Pilot Jon Gilbert founded Blue Sky in 2001. In 2016, an investor group that includes Demory bought the business, with an eye toward making more acquisitions. The first came last year, when Blue Sky bought Scottsdale, Arizona-based Applied Satellite Engineering, a maker of satellite communications equipment, along with Synergy Electronics. Terms of the deal were not disclosed.

In some respects, what Blue Sky systems offers is similar to vehicle monitoring and telematics systems offered by several San Diego companies, including Qualcomm Inc. in its early days. A big-rig trucking application can give the corporate office vehicle location, status and telemetry, and help the driver with messaging and government safety compliance.

The electronics can also alert the head office if one of their assets breaks a “geofence” and goes into territory that’s off limits.

A Market Worth Billions

By itself, the global market for aircraft electronics, or avionics, is worth an estimated $68.5 billion. That is according to MarketsandMarkets, a business-to-business research provider. The avionics market has a compound annual growth rate of 4.86%, and is expected to grow to $86.9 billion by 2024. Retrofits will be a major factor driving the market, according to its study.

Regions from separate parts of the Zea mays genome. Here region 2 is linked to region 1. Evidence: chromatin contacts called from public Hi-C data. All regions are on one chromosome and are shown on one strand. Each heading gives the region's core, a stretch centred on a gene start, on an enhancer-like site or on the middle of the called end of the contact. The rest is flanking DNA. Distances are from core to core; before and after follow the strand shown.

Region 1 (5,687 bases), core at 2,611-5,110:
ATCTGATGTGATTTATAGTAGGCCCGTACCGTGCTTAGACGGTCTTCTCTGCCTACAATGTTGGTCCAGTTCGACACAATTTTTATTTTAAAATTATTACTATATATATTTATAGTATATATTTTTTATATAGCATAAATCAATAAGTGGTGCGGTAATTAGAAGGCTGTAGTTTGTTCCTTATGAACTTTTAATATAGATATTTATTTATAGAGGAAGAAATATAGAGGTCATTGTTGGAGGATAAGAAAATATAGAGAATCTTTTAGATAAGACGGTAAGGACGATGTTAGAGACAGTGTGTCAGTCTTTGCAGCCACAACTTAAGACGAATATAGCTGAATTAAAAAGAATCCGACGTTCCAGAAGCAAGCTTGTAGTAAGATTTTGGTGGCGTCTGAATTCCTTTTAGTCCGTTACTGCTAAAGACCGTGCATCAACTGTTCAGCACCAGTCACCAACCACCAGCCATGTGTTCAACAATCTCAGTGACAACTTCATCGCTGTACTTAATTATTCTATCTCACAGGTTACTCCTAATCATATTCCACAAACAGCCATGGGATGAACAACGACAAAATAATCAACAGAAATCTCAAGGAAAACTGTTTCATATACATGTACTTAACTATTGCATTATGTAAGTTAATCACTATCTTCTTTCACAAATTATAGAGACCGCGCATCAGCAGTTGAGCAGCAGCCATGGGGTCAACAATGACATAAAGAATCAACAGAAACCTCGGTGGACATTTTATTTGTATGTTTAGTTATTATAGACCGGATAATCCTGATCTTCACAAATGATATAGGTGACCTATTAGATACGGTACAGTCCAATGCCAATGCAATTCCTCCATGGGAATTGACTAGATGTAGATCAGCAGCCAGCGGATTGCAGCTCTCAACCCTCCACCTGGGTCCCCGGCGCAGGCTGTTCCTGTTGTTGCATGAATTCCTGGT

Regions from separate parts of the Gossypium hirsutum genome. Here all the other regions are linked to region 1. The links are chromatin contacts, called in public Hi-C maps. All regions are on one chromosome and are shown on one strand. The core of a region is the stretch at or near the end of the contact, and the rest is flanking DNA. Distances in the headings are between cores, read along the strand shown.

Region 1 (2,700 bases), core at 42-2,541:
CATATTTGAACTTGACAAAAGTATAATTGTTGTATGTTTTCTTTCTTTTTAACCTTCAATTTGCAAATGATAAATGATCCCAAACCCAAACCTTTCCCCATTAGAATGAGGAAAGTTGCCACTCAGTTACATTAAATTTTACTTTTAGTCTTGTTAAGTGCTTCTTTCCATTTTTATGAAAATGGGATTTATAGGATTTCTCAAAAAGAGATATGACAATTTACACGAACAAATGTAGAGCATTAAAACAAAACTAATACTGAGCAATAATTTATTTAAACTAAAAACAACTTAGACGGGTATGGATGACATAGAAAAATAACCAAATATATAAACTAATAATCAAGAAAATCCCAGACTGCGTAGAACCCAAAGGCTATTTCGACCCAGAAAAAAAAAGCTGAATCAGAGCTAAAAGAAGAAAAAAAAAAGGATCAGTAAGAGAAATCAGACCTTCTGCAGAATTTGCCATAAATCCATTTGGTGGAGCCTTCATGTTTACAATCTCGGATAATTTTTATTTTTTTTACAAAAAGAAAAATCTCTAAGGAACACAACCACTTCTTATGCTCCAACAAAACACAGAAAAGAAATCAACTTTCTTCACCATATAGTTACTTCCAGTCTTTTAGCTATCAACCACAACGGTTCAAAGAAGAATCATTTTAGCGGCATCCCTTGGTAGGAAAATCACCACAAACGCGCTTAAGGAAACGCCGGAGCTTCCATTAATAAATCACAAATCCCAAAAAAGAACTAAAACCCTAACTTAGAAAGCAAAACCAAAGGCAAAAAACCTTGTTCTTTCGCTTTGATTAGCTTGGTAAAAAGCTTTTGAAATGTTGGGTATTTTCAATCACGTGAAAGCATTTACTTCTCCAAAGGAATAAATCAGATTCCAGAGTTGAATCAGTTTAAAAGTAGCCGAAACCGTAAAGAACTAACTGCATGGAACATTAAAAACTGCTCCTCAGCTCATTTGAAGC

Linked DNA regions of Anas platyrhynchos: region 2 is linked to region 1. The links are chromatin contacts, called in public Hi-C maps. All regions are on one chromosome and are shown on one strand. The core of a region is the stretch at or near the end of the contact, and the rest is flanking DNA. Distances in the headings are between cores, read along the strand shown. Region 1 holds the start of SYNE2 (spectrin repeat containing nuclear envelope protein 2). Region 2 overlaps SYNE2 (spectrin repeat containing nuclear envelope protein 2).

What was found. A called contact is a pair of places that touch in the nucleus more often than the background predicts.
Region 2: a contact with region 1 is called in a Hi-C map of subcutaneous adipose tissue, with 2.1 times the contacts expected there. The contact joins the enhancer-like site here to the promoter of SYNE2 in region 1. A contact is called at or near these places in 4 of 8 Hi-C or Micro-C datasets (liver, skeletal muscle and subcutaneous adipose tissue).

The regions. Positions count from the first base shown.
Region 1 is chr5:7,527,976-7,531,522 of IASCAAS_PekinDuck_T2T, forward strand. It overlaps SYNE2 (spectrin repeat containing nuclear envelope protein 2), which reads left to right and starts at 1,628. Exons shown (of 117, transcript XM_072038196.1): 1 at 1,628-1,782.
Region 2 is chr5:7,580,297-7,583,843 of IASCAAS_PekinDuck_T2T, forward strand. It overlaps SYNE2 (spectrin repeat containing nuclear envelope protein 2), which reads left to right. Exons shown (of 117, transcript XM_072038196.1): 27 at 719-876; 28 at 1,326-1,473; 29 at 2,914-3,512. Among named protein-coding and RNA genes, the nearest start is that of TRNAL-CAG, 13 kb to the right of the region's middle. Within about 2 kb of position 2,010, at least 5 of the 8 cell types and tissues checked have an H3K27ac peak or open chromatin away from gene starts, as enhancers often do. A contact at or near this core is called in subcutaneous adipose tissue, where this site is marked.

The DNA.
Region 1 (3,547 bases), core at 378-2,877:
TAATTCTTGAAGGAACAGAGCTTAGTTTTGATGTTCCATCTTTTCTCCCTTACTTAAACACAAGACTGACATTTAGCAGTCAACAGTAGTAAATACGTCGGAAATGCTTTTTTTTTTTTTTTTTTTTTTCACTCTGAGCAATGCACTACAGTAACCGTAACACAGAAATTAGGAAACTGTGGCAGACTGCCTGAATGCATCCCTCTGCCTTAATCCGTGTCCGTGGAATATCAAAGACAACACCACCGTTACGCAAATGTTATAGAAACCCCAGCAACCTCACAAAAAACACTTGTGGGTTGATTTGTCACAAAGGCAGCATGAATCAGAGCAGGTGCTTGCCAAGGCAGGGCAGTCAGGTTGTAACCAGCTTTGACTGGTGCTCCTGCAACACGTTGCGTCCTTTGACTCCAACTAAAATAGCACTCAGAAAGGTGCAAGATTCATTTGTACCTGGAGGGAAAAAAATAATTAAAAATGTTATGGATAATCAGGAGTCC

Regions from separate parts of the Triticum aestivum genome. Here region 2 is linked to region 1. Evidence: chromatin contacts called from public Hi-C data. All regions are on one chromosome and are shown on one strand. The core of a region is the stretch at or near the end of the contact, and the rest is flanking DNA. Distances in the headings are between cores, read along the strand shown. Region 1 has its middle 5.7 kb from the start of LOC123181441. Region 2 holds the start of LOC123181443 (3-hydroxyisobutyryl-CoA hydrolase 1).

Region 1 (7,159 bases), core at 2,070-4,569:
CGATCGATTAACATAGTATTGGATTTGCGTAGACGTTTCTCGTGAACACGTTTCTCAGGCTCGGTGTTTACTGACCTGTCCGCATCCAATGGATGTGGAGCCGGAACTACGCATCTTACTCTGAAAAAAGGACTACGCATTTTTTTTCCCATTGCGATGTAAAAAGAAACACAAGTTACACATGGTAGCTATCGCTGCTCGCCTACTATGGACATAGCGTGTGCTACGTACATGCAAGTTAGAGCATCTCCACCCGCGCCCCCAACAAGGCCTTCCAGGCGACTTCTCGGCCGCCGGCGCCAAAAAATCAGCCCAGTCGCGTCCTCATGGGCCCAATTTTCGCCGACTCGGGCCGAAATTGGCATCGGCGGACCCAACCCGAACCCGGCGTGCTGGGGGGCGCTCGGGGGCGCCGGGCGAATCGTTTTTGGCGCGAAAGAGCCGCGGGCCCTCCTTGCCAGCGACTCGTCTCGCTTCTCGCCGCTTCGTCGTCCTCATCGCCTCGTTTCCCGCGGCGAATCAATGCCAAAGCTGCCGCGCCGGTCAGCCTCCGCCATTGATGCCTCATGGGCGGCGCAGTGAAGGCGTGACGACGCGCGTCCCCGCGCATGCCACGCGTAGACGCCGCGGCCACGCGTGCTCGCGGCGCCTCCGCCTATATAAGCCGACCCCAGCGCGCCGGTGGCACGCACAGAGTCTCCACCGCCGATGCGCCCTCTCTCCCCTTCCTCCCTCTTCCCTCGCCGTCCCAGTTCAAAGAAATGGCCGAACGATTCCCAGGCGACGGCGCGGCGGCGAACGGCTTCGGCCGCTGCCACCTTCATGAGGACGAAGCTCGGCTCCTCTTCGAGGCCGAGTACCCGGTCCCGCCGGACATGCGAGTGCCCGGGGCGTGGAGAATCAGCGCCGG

Major avionics vendors cited by the report are Honeywell, Esterline Technologies (now TransDigm Group Inc.), Curtiss-Wright, L3 Communications (now L3 Harris) and Collins Aerospace.

Blue Sky Network announced its contract with Sikorsky in June. Demory called the deal “an important step in our OEM (original equipment manufacturer) channel expansion.” Defense contracting giant Lockheed Martin Corp. owns Sikorsky.

In August, the Mission Valley business announced plans to test Iridium’s Certus 9770 transceiver, which can transfer data more than 35 times faster than its predecessors. It is working with Iridium to beta test new products based on the electronics.

The Weather in Africa

It is Blue Sky Network’s SkyRouter software that lets people in a San Diego conference room track helicopters all over Africa. SkyRouter offers other benefits for pilots in Africa, a place with no air traffic control and little to no infrastructure. Indeed, many of the landing strips are dirt. Others are in war zones.

According to Sherwood, the Blue Sky technology lets someone at the headquarters office place their computer mouse on a remote location in Africa and send localized weather data – such as wind direction, speed and visibility – to the pilot in that location.

Odds are good that weather data is not available from local authorities. And frequently, pilots don’t want to use radios because of security concerns.

Blue Sky Network can also help the U.N. independently verify the work its contract pilots actually do, company officials said. There is reportedly a temptation for pilots to bill the U.N. for more hours than actually flown.

For more information, press only:

Carlos Gomez
+1 858-551-3894
[email protected]